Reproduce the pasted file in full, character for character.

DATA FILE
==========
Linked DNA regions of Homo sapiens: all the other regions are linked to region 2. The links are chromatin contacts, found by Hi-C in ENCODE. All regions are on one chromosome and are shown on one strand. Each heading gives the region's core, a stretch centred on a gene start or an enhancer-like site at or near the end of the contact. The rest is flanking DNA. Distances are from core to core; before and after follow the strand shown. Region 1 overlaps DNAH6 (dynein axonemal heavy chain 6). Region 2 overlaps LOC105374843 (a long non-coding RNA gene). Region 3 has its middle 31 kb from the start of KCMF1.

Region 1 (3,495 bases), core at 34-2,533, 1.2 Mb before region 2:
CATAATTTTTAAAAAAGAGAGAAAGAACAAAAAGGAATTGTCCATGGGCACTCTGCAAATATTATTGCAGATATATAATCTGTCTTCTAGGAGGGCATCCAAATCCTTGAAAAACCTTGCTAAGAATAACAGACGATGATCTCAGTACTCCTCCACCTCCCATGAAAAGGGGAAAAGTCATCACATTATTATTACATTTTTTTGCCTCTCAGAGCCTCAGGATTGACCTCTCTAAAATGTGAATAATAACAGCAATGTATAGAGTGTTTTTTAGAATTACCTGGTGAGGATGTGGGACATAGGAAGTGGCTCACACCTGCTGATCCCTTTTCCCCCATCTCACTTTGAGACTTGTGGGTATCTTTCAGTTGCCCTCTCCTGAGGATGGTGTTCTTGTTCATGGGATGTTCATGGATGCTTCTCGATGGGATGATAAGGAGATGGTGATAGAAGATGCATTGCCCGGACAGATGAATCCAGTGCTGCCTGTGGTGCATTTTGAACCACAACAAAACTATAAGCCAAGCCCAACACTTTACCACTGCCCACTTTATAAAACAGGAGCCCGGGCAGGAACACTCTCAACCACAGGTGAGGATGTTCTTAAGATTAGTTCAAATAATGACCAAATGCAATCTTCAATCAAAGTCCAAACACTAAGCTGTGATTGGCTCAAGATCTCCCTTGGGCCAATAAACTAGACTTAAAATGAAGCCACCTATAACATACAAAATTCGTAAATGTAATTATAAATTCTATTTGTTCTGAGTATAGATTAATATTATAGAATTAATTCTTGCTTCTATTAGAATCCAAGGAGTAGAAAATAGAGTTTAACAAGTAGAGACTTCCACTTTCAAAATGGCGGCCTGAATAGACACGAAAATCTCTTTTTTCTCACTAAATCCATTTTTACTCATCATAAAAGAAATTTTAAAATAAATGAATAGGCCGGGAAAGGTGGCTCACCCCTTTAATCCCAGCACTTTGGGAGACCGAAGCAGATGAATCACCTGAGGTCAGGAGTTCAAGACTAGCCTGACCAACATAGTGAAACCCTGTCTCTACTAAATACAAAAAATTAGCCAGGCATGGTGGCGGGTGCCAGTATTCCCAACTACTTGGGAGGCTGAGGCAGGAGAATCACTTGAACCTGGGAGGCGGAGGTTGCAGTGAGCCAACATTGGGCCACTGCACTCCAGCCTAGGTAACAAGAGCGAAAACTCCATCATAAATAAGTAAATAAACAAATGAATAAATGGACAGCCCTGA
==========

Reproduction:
Linked DNA regions of Homo sapiens: all the other regions are linked to region 2. The links are chromatin contacts, found by Hi-C in ENCODE. All regions are on one chromosome and are shown on one strand. Each heading gives the region's core, a stretch centred on a gene start or an enhancer-like site at or near the end of the contact. The rest is flanking DNA. Distances are from core to core; before and after follow the strand shown. Region 1 overlaps DNAH6 (dynein axonemal heavy chain 6). Region 2 overlaps LOC105374843 (a long non-coding RNA gene). Region 3 has its middle 31 kb from the start of KCMF1.

Region 1 (3,495 bases), core at 34-2,533, 1.2 Mb before region 2:
CATAATTTTTAAAAAAGAGAGAAAGAACAAAAAGGAATTGTCCATGGGCACTCTGCAAATATTATTGCAGATATATAATCTGTCTTCTAGGAGGGCATCCAAATCCTTGAAAAACCTTGCTAAGAATAACAGACGATGATCTCAGTACTCCTCCACCTCCCATGAAAAGGGGAAAAGTCATCACATTATTATTACATTTTTTTGCCTCTCAGAGCCTCAGGATTGACCTCTCTAAAATGTGAATAATAACAGCAATGTATAGAGTGTTTTTTAGAATTACCTGGTGAGGATGTGGGACATAGGAAGTGGCTCACACCTGCTGATCCCTTTTCCCCCATCTCACTTTGAGACTTGTGGGTATCTTTCAGTTGCCCTCTCCTGAGGATGGTGTTCTTGTTCATGGGATGTTCATGGATGCTTCTCGATGGGATGATAAGGAGATGGTGATAGAAGATGCATTGCCCGGACAGATGAATCCAGTGCTGCCTGTGGTGCATTTTGAACCACAACAAAACTATAAGCCAAGCCCAACACTTTACCACTGCCCACTTTATAAAACAGGAGCCCGGGCAGGAACACTCTCAACCACAGGTGAGGATGTTCTTAAGATTAGTTCAAATAATGACCAAATGCAATCTTCAATCAAAGTCCAAACACTAAGCTGTGATTGGCTCAAGATCTCCCTTGGGCCAATAAACTAGACTTAAAATGAAGCCACCTATAACATACAAAATTCGTAAATGTAATTATAAATTCTATTTGTTCTGAGTATAGATTAATATTATAGAATTAATTCTTGCTTCTATTAGAATCCAAGGAGTAGAAAATAGAGTTTAACAAGTAGAGACTTCCACTTTCAAAATGGCGGCCTGAATAGACACGAAAATCTCTTTTTTCTCACTAAATCCATTTTTACTCATCATAAAAGAAATTTTAAAATAAATGAATAGGCCGGGAAAGGTGGCTCACCCCTTTAATCCCAGCACTTTGGGAGACCGAAGCAGATGAATCACCTGAGGTCAGGAGTTCAAGACTAGCCTGACCAACATAGTGAAACCCTGTCTCTACTAAATACAAAAAATTAGCCAGGCATGGTGGCGGGTGCCAGTATTCCCAACTACTTGGGAGGCTGAGGCAGGAGAATCACTTGAACCTGGGAGGCGGAGGTTGCAGTGAGCCAACATTGGGCCACTGCACTCCAGCCTAGGTAACAAGAGCGAAAACTCCATCATAAATAAGTAAATAAACAAATGAATAAATGGACAGCCCTGA